The hot hatch Cold War has gone hot again. With horsepower levels reaching 300 or more and all-wheel-drive now part of the equation, the VW Golf R and Ford Focus RS are on a path towards mutually assured destruction. But it didn’t have to be this way. VW was quite content being the only player in the US market until Ford figured out it could unify its Focus platform globally. That shift in development paved the way for the original instigator, the Focus ST, to go on sale in the US in 2012. We’ve tried to get our hands on one several times, stymied by accidents and schedule changes several times. Now, shortly after the ST received a mid-cycle update, we finally have our chance.
For 2015, the Focus ST was given a mid-cycle refresh. Visually, new front and rear fascias now include HID headlamps with LED running lights. Inside, a redesigned center console, center stack, and flat-bottom steering wheel improve the look and feel of the major touchpoints. Beyond the looks, Ford has altered the Focus ST’s feel with new front springs, stiffer front shock absorbers, and a retuned power steering system. 2016 also adds the improved Sync 3 software.
Setting aside the Tangerine Scream hue and racing stripes for a moment, the ST takes a good thing and makes it better. The already handsome Focus hatchback sits lower on its retuned suspension. Larger wheels allow for a glimpse at the red brake calipers. A rear spoiler sits high off the rear glass. These are all things that define the hot hatch stereotype and Ford has checked all the boxes. If you want understated, this isn’t the hatchback for you. Factor back in the bumblebee paint scheme and the Focus ST draws extra attention.
Inside, Ford has done some work to make the ST feel unique. A unique wheel gives you something nice to hold on to and the accessory gauges on top of the dash dance as you thrash at the controls. The optional equipment package adds in a host of extra upgrades. In the name of sport, the standard front seats are replaced with a heavily bolstered set of Recaro-made units. If you opt for the most expensive equipment package, you’ll even get some genuine carbon fiber trim and ST-branded shift knob. The problem here is that the interior materials are more suited for a $19,000 compact car than this high-end hot hatchback. Your $32,000 can go a lot farther these days. But odds are you’ll be willing to overlook this if you’re in for the excitement. Just know that strapping into the Focus ST’s Recaro seats will require a gym membership. Instead of stay-put snug, your hips and torso will feel like they’ve been hugged by a boa constrictor after a few hundred miles.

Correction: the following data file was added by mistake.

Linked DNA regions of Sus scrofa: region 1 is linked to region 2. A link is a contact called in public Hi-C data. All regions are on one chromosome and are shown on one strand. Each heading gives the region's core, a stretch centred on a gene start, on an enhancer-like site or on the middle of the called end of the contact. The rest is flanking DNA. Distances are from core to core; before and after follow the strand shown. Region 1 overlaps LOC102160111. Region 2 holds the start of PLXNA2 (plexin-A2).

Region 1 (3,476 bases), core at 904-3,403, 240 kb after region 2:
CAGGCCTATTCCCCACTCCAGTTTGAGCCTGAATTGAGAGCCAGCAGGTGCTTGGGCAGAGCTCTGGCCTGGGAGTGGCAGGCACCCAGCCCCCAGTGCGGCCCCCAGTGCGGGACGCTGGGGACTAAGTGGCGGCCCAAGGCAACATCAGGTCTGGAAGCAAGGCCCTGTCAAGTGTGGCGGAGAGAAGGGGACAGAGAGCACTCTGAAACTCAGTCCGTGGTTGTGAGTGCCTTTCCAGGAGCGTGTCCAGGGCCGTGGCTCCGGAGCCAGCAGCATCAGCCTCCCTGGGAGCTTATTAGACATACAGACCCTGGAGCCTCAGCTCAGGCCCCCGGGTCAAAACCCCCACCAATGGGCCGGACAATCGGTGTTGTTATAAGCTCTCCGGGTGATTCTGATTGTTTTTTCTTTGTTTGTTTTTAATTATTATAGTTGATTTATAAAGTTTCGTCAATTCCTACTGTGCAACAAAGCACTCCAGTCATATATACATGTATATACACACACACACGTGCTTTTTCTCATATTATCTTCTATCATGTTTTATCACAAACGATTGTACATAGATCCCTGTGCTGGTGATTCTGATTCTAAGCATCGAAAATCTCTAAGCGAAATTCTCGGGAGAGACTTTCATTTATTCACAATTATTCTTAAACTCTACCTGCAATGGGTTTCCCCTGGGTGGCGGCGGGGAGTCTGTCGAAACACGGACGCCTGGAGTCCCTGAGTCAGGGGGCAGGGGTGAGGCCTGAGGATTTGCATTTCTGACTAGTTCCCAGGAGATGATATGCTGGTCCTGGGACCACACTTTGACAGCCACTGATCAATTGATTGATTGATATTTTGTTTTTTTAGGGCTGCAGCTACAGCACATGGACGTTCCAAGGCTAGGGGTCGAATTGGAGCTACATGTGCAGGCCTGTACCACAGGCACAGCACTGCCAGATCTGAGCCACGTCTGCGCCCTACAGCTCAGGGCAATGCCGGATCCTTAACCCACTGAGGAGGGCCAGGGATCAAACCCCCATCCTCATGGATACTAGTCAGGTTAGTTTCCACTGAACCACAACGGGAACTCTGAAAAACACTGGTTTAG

Front differential technology has come a long way in a short amount of time. There’s barely a twitch of torque steer from this Focus ST as you launch off the line. Contrast that to the wrist-breaking reaction of the old Mazdaspeed 3’s wheel in a similar scenario and the Ford feels downright civil…sometimes. Just like the Fiesta ST, the Focus ST has an overboost feature when you tap the ESC button and engage the sport setting. 252 horsepower from the 2.0L EcoBoost four-cylinder are trying to make their way to the pavement. When the turbo kicks in, the front tires are likely to lose grip and trigger the traction control. That’s the 270 lb-ft torque arriving after a brief wait at 2500rpm. You can solve the traction control problem by turning everything off. When you do, you’ll be spinning the front tires in first and second gear. This, of course, is what the hot hatch persona is all about.
The Focus’ retuned suspension and recalibrated steering rack give the confidence and the control required to have a blast through the back roads. It doesn’t feel quite as nimble and darty as its little brother, but it has a much higher limit in terms of grip. That means you can still have plenty of fun, but you might find yourself in trouble with the law if you don’t keep your head about you. Demerits? Unlike the Fiesta ST’s raucous blend of intake and exhaust sounds, the Focus ST disappoints. It’s simply too quiet for our ears. In terms of drivability, the clutch pedal lacks a clear engagement point and the 6-speed manual’s throws are a bit on the long side. With a little practice, however, you’ll have the right gear at the right revs all the time.
Ford has struck a nerve in the US market. While many want to literally move up, opting for some compact crossover instead of a true hatchback, there’s still people like us; drivers who care about performance and practicality. This is their car. The Focus ST blends the sportiest design available in the US with a playful engine and a suspension tuning that brings it all together. In contrast to the stoic German GTI, this Euro-grown upstart feels younger and more energetic. We also can’t overlook the fact that it paved the way for the new Focus RS. In both ways, then, the Focus ST was worth our wait.
|2016 Ford Focus ST
|Exterior Stripe – Black||$495|
|Equipment Group 402A||$4,995|
|18″ Machined-Aluminum Wheel with Black Painted Pockets||$495|
|As Tested MSRP||$31,880|
Related: Fiesta on Fire: 2014 Ford Fiesta ST
Categories: Christopher Little, Driven, Ford
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